The Suez Canal is an easy path for invaders. It’s brought hundreds of species of fish, crabs, and other non-native critters into the Mediterranean Sea. And they’re causing all kinds of problems.
The invaders traverse the 120-mile canal from the Indian Ocean and the Red Sea. And over time, they spread out. Many early invaders didn’t survive because the water was too cold. But the Mediterranean is warming much faster than the oceans as a whole. That makes it more comfortable for the newbies, and less comfortable for native species.
And there are a lot of invaders—almost a thousand species, according to a recent report. Some especially troublesome ones include lionfish and rabbitfish. The lionfish gulp huge amounts of food, which has drastically reduced the populations of native fish. The rabbitfish devour kelp and seagrass, depriving the natives of habitat. The effects are dramatic: some fisheries in Turkey have reported that 80 percent of their catch is rabbitfish.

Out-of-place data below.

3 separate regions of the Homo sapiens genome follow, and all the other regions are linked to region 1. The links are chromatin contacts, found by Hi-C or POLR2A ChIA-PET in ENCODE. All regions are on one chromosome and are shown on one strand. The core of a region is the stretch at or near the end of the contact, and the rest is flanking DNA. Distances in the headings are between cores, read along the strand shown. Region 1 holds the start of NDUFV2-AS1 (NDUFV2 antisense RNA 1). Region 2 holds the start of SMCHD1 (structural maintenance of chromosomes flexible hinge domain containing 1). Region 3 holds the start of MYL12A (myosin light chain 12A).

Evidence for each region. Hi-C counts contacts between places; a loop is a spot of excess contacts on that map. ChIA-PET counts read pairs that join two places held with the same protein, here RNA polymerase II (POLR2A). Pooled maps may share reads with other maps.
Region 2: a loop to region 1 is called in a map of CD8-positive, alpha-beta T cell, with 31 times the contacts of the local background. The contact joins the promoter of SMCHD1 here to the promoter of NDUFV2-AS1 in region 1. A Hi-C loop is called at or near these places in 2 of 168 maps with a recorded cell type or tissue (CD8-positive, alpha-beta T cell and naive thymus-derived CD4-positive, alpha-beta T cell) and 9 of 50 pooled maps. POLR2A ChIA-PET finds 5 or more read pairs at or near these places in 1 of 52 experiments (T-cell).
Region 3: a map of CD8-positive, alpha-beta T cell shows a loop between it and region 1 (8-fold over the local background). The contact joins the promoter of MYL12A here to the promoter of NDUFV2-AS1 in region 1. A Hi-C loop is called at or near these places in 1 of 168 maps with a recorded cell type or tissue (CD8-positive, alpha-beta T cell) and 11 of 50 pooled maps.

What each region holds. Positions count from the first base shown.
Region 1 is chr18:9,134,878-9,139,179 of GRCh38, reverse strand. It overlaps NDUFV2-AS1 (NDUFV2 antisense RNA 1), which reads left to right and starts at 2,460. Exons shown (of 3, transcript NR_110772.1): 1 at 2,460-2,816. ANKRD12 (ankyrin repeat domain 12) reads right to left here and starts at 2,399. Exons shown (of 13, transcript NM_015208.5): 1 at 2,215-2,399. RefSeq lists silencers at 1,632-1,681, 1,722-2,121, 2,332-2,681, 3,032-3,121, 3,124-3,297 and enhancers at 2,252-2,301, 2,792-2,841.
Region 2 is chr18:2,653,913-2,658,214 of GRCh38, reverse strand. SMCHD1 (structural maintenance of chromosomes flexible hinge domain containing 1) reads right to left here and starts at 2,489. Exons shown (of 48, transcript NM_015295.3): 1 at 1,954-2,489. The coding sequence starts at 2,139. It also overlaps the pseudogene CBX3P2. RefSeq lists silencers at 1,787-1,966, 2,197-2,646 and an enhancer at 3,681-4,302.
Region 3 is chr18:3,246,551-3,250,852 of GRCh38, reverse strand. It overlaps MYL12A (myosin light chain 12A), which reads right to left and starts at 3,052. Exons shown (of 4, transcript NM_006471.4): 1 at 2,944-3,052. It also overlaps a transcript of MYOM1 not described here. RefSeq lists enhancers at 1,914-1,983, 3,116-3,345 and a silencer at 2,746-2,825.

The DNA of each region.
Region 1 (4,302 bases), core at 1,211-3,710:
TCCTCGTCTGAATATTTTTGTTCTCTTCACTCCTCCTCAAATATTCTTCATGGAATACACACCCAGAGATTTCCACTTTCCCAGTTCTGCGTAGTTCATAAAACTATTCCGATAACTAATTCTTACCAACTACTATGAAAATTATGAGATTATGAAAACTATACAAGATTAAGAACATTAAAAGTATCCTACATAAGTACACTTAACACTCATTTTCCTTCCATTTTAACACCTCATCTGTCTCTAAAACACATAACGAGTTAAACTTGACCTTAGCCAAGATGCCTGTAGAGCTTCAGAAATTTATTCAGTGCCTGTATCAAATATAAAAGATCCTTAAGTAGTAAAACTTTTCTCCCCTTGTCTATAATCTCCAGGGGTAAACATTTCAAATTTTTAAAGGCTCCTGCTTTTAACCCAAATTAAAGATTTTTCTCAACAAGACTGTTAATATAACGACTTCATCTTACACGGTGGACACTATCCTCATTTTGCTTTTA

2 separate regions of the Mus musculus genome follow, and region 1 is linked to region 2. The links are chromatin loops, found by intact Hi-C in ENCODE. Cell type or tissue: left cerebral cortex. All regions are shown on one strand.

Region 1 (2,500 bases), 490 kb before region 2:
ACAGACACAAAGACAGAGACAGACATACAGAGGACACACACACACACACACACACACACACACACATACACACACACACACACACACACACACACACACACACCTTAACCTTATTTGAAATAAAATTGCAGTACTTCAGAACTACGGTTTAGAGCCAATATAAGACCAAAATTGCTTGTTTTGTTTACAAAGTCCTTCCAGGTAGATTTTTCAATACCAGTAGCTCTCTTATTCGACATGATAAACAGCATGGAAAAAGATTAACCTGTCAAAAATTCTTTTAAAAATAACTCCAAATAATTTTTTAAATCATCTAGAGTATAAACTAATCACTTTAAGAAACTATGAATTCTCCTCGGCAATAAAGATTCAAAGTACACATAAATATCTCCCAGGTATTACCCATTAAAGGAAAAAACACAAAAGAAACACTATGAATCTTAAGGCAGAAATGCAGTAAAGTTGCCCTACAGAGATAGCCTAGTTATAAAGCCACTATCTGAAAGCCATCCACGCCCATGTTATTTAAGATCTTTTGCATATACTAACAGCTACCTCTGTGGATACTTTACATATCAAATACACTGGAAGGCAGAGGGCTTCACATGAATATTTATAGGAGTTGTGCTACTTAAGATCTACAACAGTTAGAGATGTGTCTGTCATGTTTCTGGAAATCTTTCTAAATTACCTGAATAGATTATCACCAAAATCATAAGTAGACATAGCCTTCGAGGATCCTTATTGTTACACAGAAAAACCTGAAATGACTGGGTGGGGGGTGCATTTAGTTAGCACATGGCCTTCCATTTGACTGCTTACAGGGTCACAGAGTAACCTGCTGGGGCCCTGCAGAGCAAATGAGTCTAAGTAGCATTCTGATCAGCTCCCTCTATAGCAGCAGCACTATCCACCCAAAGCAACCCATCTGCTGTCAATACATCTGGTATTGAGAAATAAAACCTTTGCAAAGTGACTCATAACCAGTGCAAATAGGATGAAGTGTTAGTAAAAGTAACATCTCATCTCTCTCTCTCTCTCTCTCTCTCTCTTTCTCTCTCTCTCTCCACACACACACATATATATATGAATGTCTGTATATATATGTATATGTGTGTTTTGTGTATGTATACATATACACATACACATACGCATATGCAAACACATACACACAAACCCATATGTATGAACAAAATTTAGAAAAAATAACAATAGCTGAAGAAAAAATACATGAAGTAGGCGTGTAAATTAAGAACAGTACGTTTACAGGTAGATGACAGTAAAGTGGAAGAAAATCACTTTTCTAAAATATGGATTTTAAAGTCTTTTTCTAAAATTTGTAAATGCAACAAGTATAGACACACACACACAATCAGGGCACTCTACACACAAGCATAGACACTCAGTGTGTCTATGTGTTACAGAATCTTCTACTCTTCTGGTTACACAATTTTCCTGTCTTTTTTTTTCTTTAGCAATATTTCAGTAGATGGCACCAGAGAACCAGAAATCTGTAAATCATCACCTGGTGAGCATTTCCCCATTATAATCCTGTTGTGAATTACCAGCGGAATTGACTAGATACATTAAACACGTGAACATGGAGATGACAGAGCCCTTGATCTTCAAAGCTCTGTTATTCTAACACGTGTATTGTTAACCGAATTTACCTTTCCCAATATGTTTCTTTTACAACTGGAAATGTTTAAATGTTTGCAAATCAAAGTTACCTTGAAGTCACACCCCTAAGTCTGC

Another invader is the blue crab. It entered the Mediterranean decades ago. It stuck around in the southern and eastern parts of the sea for a while, but in 2014 it was discovered off Tunisia, which is farther north and west. It’s aggressive and it reproduces quickly, so it overpowered native species. That decimated the local harvest—for a while. With new nets and techniques, fisher people have started hauling in blue crabs—almost 8,000 tons in 2021—making the best of a marine invasion.